Dead People Who Would Have Been Bloggers

I’m not suggesting that to paint a bison on a wall, or blow coloured powder through your fingers to make your hand-print on a cave wall is the equivalent of blogging – communication, yes; symbolism, yes but for blogging you do need words. However, words have been around for a long time, and as long as they have been around there have been people who wanted to… just update you on their Daily Doings, on their Thoughts, people who just had a weird idea or two and found some sort of pleasure in putting it out there… see if there was any reaction.

These individuals were not necessarily novelists. Writing a novel is a specialised, long-term project and requires a lot of sterling qualities that bloggers may or may not be somewhat deficient in – gritty determination; staying power; that passionate, obsessive attention to detail; that ability to remember who in God’s name Catherine Earnshaw is and why there need to be two Catherine’s in one book; that ability to keep going day after day, pushing that knot towards the invisible end of that invisible piece of string, building that wall whilst standing two inches away from it, telling the joke for which there may well turn out never to have been a punchline; wading on through that dark, dark treacle when one’s novel sinks into its inevitable Soggy Bottom – or rather it’s Soggy Middle.

I’m not like that, fellow bloggers. Maybe you are – in which case why are you wasting your time on this frippery? Wamble off somewhere and pen that novel. Get thee to a nunnery, why woulds’t thou be a breeder of sinners?

All through history there have been people who have something to say – sometimes frivolous but equally often unique, subtle, interesting, humorous; people who wanted to gossip rather than lecture; people who just wanted to say, hey, what do you think about this? In the past those people did blog, they just didn’t call it that, and they used whatever medium came to hand. In Ancient Rome Lucius Annaeus Seneca, Stoic philosopher, statesman, dramatist, tutor and advisor to the truly horrible Emperor Nero, wrote letters.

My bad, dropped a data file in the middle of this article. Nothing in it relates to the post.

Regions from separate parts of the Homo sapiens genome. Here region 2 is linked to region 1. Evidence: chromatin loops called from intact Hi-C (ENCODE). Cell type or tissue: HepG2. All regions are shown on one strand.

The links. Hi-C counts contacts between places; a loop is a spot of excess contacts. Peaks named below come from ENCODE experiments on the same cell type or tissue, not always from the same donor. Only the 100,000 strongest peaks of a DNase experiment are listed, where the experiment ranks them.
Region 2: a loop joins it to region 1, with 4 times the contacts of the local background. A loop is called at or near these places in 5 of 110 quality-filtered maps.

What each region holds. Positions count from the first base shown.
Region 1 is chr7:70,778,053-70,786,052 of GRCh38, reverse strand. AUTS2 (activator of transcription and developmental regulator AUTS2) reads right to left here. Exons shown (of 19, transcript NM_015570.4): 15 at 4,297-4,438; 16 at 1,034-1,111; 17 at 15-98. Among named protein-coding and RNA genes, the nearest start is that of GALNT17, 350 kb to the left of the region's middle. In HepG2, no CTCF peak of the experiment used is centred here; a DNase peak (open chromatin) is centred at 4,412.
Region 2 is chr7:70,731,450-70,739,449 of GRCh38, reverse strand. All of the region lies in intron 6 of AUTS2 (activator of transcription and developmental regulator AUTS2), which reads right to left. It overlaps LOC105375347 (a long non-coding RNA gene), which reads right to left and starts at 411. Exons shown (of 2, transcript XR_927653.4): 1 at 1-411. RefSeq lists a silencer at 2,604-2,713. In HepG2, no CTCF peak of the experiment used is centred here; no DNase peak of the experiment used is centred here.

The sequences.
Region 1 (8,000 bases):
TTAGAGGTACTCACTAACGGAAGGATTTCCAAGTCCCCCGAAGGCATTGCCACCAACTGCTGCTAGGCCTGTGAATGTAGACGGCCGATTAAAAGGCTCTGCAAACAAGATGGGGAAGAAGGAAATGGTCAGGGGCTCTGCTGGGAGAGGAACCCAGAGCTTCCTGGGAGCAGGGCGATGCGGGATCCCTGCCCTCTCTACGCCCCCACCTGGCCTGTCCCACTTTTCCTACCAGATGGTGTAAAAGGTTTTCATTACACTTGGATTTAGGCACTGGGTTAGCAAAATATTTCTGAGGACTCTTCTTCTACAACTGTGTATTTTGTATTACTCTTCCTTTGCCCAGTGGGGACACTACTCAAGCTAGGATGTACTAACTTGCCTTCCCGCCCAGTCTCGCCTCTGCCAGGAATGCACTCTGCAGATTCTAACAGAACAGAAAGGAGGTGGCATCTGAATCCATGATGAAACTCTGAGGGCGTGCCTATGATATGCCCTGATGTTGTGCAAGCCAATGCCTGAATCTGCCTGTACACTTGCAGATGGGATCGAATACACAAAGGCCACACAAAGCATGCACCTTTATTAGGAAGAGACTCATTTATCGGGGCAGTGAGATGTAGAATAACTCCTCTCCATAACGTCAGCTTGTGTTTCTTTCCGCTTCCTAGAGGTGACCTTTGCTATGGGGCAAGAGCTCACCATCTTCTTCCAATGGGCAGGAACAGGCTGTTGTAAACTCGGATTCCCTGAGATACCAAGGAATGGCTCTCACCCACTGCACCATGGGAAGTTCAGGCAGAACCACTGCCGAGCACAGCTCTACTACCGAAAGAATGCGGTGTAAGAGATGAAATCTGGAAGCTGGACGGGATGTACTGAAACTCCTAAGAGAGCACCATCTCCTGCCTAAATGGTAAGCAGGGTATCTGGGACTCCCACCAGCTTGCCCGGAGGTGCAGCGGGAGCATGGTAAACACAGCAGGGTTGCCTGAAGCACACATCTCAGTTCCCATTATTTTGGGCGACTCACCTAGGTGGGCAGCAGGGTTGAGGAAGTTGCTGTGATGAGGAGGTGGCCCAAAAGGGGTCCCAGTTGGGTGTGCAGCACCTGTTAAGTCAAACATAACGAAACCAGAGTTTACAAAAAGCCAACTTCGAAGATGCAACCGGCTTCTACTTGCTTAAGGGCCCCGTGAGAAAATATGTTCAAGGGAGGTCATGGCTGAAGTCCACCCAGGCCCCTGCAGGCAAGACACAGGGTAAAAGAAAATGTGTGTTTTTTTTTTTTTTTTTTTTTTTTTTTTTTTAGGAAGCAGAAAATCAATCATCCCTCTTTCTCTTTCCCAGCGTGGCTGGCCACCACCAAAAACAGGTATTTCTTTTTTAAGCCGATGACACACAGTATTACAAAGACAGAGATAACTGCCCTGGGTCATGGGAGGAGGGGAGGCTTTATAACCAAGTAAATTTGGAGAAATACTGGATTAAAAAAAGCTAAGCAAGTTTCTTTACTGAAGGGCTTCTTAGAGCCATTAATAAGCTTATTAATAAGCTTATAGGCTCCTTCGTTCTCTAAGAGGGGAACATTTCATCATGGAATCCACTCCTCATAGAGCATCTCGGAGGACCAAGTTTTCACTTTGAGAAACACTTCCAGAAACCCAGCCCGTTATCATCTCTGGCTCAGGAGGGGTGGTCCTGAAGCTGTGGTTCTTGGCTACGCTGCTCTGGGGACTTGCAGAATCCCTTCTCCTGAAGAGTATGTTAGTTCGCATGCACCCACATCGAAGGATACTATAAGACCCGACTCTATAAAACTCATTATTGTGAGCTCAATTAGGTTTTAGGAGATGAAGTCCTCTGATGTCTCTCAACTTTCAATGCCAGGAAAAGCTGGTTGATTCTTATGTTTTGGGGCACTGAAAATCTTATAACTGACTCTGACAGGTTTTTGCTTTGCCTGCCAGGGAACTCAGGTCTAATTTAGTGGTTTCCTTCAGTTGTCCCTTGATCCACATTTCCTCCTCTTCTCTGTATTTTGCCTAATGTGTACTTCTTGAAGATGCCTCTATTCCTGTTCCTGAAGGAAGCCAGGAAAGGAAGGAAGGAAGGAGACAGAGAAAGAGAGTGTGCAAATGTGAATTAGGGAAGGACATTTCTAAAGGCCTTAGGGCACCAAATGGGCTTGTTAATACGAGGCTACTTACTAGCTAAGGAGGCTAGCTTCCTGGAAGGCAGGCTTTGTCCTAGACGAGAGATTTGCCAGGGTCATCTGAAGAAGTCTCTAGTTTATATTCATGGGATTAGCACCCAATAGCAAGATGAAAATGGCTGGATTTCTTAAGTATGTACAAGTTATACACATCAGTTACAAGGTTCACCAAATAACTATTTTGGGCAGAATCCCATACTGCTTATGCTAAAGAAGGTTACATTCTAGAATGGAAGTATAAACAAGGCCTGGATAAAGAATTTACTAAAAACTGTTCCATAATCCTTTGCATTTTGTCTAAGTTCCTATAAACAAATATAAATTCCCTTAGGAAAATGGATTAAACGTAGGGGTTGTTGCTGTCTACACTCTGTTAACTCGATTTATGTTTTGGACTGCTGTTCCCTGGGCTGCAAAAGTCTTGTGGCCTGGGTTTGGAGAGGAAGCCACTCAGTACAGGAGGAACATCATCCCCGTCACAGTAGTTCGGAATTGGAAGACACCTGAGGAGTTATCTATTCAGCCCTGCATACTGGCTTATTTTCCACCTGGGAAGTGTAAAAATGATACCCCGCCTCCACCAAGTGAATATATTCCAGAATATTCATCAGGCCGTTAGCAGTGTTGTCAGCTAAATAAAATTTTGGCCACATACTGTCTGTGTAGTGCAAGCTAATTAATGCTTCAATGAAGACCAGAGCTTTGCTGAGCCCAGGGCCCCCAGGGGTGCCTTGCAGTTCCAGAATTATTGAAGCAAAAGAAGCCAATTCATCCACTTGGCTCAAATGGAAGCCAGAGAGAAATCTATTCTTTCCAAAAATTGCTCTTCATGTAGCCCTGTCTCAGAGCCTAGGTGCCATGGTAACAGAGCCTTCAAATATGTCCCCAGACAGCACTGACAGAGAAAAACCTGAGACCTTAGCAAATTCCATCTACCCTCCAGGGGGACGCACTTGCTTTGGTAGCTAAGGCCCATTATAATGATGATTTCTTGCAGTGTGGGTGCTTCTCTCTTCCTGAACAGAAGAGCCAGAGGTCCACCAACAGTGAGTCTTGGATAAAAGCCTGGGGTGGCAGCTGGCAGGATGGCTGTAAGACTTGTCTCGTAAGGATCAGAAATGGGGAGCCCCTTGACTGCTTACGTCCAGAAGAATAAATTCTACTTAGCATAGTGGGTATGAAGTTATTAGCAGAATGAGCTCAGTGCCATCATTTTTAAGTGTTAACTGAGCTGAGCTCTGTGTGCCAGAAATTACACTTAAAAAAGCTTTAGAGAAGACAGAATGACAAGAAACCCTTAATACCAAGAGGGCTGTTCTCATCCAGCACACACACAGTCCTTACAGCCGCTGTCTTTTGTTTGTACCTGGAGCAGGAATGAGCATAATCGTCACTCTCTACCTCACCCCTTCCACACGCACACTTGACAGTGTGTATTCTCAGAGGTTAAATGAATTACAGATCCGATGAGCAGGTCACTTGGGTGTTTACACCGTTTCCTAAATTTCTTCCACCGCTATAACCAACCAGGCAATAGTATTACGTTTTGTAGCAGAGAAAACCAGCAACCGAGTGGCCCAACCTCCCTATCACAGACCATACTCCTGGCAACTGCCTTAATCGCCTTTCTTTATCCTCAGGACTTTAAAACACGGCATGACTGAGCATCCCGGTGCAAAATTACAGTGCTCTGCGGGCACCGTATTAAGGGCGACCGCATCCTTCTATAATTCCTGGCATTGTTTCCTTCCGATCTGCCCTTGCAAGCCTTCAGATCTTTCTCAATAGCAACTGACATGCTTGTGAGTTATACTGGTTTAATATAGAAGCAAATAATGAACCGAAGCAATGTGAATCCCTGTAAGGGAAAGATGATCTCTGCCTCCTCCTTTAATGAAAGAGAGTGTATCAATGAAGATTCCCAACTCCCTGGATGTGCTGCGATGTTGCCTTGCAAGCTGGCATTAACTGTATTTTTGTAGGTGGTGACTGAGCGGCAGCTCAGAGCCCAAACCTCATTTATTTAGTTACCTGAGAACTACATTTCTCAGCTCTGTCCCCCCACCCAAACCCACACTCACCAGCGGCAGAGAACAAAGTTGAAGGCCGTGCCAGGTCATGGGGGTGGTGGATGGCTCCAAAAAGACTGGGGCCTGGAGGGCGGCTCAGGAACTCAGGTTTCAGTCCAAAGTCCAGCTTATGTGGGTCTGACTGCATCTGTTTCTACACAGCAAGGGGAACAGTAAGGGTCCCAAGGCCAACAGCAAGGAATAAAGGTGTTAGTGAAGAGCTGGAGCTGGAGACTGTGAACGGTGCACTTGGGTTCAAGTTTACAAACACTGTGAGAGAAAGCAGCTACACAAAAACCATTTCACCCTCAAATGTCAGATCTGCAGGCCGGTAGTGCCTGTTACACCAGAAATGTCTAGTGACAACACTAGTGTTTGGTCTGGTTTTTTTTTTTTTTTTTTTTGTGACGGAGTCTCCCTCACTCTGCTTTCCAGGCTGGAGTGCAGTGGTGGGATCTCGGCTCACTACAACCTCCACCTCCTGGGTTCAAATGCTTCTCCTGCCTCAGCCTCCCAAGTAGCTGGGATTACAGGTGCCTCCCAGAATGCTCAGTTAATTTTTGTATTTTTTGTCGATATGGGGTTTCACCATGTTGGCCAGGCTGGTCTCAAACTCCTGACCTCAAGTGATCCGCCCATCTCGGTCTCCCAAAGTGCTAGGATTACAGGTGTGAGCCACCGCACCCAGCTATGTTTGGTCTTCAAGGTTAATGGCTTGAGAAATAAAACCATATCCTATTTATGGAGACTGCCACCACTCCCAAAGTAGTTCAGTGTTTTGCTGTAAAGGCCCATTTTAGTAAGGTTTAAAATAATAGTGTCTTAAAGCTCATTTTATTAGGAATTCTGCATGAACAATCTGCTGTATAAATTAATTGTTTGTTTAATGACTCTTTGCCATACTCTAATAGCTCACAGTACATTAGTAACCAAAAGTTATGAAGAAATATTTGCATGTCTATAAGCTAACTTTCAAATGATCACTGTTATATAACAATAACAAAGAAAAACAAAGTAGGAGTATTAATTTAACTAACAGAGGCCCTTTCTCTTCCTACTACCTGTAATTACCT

seneca.jpg

Except that they weren’t really letters. His one hundred and twenty-four were formally addressed to a friend, a distant student, but whether or not such student actually existed – is unimportant. The Letters were Seneca’s way of talking to the world. Give him a computer, he would have blogged.

Diarist Samuel Pepys would probably have blogged. He eventually had to give up diarising because of his eyesight. He was afraid that having to write, with an inkpot and quill pen, by candlelight, was damaging it further. However, he might well have blogged in his own private code, based on the well-known (in those days) Shelton’s Shorthand, plus Spanish, Italian and French, since the grown-up stuff was interspersed with quite a lot of saucy stuff about maids and mistresses that he that wouldn’t have wanted his wife to read, also a lot of stuff about his wife that she probably wouldn’t have wanted other people to know.

pepys

For example (skip this bit, children):

“… and did tocar mi cosa con su mano [ touch my thing with her hand] through my chemise but yet so as to hazer me hazer la grande cosa ” [make me make the great thing (orgasm)]

Jane Austen would have blogged, you betcha. She would probably have called herself Johan Austen for more gravitas, or Herbert Finke and had one of those little round pictures where you can almost but not quite see someone’s face, and it might not be them anyway (not that I can speak, hiding behind a picture of a stuffed witch puppet). Can you imagine her observations, this quiet, mob-capped auntie in the corner? I think I would almost rather have been able to read Aunt Jane’s blog than Pride and Prejudice. Almost.  Better still, Cassandra might not have been able to get her censoring little hands on it after her sister’s death.